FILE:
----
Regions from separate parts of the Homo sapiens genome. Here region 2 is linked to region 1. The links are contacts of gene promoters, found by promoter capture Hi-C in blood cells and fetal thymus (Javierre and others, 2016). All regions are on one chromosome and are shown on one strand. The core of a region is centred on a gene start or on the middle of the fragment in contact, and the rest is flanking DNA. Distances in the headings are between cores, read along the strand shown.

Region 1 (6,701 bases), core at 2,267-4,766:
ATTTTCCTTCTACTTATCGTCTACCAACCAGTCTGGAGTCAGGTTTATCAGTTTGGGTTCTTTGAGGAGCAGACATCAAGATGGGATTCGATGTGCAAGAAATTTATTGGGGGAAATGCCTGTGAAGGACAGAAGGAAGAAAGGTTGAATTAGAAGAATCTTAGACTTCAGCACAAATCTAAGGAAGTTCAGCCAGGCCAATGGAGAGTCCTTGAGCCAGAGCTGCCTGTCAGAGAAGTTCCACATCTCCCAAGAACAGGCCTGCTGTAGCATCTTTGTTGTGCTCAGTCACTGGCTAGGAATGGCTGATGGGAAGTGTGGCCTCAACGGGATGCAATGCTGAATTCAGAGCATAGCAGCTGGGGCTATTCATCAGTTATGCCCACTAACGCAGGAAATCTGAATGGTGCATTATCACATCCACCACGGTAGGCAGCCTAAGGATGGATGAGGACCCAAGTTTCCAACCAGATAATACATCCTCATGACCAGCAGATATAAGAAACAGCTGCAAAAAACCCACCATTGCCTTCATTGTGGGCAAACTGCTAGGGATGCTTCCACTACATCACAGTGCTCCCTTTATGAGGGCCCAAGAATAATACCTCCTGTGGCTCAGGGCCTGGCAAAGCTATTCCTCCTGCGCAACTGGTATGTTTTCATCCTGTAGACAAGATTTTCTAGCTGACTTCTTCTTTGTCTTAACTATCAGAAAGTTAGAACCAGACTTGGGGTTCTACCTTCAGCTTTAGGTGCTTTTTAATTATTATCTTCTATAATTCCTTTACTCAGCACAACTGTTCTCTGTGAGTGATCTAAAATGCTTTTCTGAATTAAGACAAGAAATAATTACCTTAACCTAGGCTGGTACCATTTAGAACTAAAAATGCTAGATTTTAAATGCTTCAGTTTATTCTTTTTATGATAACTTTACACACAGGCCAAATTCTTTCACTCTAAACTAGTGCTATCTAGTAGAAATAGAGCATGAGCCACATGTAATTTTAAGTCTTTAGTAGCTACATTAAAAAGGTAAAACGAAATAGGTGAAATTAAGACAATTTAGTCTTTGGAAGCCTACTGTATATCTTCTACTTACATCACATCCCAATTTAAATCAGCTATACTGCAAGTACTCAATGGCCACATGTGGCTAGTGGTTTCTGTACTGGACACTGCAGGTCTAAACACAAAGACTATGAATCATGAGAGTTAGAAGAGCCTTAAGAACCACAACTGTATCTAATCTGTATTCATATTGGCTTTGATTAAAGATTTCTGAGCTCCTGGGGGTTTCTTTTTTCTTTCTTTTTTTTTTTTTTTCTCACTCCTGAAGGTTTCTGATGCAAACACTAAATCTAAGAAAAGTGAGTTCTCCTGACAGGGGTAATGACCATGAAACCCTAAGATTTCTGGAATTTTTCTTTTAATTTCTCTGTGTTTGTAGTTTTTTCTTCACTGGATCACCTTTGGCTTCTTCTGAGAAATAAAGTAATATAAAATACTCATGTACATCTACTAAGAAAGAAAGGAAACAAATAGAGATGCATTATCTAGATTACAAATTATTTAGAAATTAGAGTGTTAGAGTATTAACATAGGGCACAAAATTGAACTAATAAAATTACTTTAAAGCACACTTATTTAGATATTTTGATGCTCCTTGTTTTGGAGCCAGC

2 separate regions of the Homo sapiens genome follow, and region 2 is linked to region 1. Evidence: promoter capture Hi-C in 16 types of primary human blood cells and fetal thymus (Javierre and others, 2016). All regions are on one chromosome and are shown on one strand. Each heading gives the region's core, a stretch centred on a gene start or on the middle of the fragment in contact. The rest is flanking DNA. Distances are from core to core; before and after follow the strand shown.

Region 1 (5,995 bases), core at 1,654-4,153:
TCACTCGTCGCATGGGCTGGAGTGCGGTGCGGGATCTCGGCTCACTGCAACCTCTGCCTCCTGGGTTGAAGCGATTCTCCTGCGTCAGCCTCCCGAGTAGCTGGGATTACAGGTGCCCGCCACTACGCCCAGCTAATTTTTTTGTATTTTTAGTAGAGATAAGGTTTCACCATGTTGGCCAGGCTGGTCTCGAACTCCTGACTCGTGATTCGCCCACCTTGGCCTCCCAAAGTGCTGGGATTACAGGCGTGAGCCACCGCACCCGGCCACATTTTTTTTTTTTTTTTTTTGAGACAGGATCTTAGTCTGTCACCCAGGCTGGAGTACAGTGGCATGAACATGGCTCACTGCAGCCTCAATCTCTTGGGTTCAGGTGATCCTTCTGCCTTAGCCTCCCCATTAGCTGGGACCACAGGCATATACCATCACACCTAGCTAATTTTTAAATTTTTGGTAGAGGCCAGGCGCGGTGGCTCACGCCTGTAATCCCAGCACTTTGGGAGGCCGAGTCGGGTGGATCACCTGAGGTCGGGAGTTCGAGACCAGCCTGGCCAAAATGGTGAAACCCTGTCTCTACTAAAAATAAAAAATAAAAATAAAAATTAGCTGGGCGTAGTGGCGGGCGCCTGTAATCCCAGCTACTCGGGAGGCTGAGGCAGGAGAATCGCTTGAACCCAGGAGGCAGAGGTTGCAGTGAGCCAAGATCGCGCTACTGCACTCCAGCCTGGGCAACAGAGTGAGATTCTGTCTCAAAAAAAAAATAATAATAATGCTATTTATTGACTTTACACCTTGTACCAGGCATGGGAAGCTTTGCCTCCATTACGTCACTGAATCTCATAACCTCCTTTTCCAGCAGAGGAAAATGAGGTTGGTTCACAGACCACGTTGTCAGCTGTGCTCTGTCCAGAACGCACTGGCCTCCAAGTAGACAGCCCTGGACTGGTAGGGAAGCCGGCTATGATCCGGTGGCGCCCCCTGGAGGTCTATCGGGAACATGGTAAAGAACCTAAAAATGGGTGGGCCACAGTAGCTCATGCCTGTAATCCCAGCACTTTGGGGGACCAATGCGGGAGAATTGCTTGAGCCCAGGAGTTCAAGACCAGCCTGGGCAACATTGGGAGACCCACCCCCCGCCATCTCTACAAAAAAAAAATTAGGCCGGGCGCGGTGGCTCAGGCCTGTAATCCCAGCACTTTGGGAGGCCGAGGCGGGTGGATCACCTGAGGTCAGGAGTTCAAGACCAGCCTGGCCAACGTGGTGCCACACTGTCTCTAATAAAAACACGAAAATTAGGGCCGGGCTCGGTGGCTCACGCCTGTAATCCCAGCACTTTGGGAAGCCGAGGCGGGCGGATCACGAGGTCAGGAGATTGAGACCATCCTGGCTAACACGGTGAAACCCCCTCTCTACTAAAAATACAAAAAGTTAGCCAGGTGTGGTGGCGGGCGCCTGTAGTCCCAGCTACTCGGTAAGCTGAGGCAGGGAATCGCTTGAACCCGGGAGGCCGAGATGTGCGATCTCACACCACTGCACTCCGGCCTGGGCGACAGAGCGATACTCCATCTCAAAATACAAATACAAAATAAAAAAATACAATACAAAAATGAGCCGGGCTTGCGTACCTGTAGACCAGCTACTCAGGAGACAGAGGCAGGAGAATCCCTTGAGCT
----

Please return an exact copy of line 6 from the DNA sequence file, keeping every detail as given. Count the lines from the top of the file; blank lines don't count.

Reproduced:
TCACTCGTCGCATGGGCTGGAGTGCGGTGCGGGATCTCGGCTCACTGCAACCTCTGCCTCCTGGGTTGAAGCGATTCTCCTGCGTCAGCCTCCCGAGTAGCTGGGATTACAGGTGCCCGCCACTACGCCCAGCTAATTTTTTTGTATTTTTAGTAGAGATAAGGTTTCACCATGTTGGCCAGGCTGGTCTCGAACTCCTGACTCGTGATTCGCCCACCTTGGCCTCCCAAAGTGCTGGGATTACAGGCGTGAGCCACCGCACCCGGCCACATTTTTTTTTTTTTTTTTTTGAGACAGGATCTTAGTCTGTCACCCAGGCTGGAGTACAGTGGCATGAACATGGCTCACTGCAGCCTCAATCTCTTGGGTTCAGGTGATCCTTCTGCCTTAGCCTCCCCATTAGCTGGGACCACAGGCATATACCATCACACCTAGCTAATTTTTAAATTTTTGGTAGAGGCCAGGCGCGGTGGCTCACGCCTGTAATCCCAGCACTTTGGGAGGCCGAGTCGGGTGGATCACCTGAGGTCGGGAGTTCGAGACCAGCCTGGCCAAAATGGTGAAACCCTGTCTCTACTAAAAATAAAAAATAAAAATAAAAATTAGCTGGGCGTAGTGGCGGGCGCCTGTAATCCCAGCTACTCGGGAGGCTGAGGCAGGAGAATCGCTTGAACCCAGGAGGCAGAGGTTGCAGTGAGCCAAGATCGCGCTACTGCACTCCAGCCTGGGCAACAGAGTGAGATTCTGTCTCAAAAAAAAAATAATAATAATGCTATTTATTGACTTTACACCTTGTACCAGGCATGGGAAGCTTTGCCTCCATTACGTCACTGAATCTCATAACCTCCTTTTCCAGCAGAGGAAAATGAGGTTGGTTCACAGACCACGTTGTCAGCTGTGCTCTGTCCAGAACGCACTGGCCTCCAAGTAGACAGCCCTGGACTGGTAGGGAAGCCGGCTATGATCCGGTGGCGCCCCCTGGAGGTCTATCGGGAACATGGTAAAGAACCTAAAAATGGGTGGGCCACAGTAGCTCATGCCTGTAATCCCAGCACTTTGGGGGACCAATGCGGGAGAATTGCTTGAGCCCAGGAGTTCAAGACCAGCCTGGGCAACATTGGGAGACCCACCCCCCGCCATCTCTACAAAAAAAAAATTAGGCCGGGCGCGGTGGCTCAGGCCTGTAATCCCAGCACTTTGGGAGGCCGAGGCGGGTGGATCACCTGAGGTCAGGAGTTCAAGACCAGCCTGGCCAACGTGGTGCCACACTGTCTCTAATAAAAACACGAAAATTAGGGCCGGGCTCGGTGGCTCACGCCTGTAATCCCAGCACTTTGGGAAGCCGAGGCGGGCGGATCACGAGGTCAGGAGATTGAGACCATCCTGGCTAACACGGTGAAACCCCCTCTCTACTAAAAATACAAAAAGTTAGCCAGGTGTGGTGGCGGGCGCCTGTAGTCCCAGCTACTCGGTAAGCTGAGGCAGGGAATCGCTTGAACCCGGGAGGCCGAGATGTGCGATCTCACACCACTGCACTCCGGCCTGGGCGACAGAGCGATACTCCATCTCAAAATACAAATACAAAATAAAAAAATACAATACAAAAATGAGCCGGGCTTGCGTACCTGTAGACCAGCTACTCAGGAGACAGAGGCAGGAGAATCCCTTGAGCT